London replaces longtime coach Jimmye Laycock, who retired after a distinguished career of almost four decades at W&M. London worked under Laycock in Williamsburg from 1991-94 as the Tribe’s defensive line coach. After stepping down at UVa following the 2015 season, London spent 2016 at Maryland as the associate head coach and DL coach, and then moved to Howard to become its head coach. He improved the Bison from 2-9 to 7-4 in his first season, a campaign highlighted by a season-opening victory at UNLV, which was favored by 45 points. It was the biggest upset in terms of the point spread in college football history. Last year, HU dipped a bit to 4-6. London won’t have anything to lose and won’t be scared by UVa. I’m sure he’ll invoke his big upset with Howard and the 10-year anniversary of W&M toppling UVa in Charlottesville when the Tribe arrive at Scott Stadium on the first Saturday of September. Virginia will come into this game as a big favorite and will be expected to take care of business. That’s exactly what the Wahoos should do, BUT we’ve seen a short turnaround following a big season opener bite other good teams as well. Namely, Virginia Tech’s 2010 team comes to mind. That’s the one that was edged by Boise State at FedEx Field in a thriller then lost at home to James Madison a few days later. Granted, Tech didn’t face Boise until Memorial Day night, so the turnaround was shorter than UVa’s will be. Virginia shouldn’t have any issues with W&M, but I’d rather not see it waltz lackadaisically into its home opener against a team it should crush. I have confidence Mendenhall won’t let such a letdown take place.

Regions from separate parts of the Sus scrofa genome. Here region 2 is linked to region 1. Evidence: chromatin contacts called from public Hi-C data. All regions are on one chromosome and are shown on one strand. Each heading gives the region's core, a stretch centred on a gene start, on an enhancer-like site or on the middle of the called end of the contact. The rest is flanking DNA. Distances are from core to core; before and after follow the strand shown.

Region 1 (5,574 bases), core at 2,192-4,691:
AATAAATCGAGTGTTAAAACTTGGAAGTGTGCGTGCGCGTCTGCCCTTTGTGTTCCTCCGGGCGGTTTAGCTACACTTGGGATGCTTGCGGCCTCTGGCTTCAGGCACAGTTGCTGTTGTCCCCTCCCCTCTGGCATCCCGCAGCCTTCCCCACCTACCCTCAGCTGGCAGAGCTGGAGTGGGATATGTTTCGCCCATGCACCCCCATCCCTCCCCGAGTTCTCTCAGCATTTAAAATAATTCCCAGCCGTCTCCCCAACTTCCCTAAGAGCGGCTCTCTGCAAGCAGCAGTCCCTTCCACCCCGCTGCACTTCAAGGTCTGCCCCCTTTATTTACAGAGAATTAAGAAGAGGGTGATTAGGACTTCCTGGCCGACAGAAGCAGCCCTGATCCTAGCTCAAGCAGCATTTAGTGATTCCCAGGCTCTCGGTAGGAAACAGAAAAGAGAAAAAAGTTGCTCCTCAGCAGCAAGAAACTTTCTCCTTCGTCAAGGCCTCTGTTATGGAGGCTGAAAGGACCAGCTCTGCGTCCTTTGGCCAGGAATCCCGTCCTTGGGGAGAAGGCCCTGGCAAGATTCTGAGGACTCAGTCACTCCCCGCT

Win Confidence (1 to 10): 9.5
Date: Saturday, Sept. 14, 7:30 p.m.
Location: Scott Stadium, Charlottesville
2018 Record: 5-7 (3-5 ACC)
Last Meeting: Florida State 34, Virginia 20, Nov. 8, 2014, at FSU
Athlon Preseason Ranking: 31st (3rd in the Atlantic)
CFN Preseason Ranking: 36th (2nd in the Atlantic)
Strengths: Kendal Briles is the new the offensive coordinator after Walt Bell left to become head coach at Massachusetts (and I’m sure plenty of fans are saying good riddance). Second-year coach Willie Taggart is obviously hoping the young offensive mind who has pulled the strings on high-powered offenses at Houston, Baylor, and Florida Atlantic can breathe some life into an attack that last year averaged just 361 yards and 22 points. RB Cam Akers has NFL-level talent and size (5’11’’ 212 pounds) but couldn’t get much going behind the Seminoles’ bad offensive line in 2018 after breaking the school’s freshman yardage record in 2017 (1,025 yards). Akers averaged 4.4 yards per carry last year and 5.3 in 2017, recording six and seven TDs, respectively. Wideout Tamorrion Terry is a dangerous threat who tallied 35 receptions in 2018 with eight TDs and 21.3 yards per catch. James Blackman is expected to take over full time under center, and if he can’t get it done, Wisconsin transfer Alex Hornibrook is waiting for a chance. Blackman has shown flashes and in limited time last season, he completed 64.7 percent of his 51 passes with five scores and one pick. Safety Hamsah Nasirildeen is back after leading the team with 91 tackles, and he displayed versatility in the spring, practicing some at linebacker in 3-4 alignments. Linebacker Dontavious Jackson collected seven tackles for losses, and cornerback Stanford Samuels returns after pacing the defense with four picks.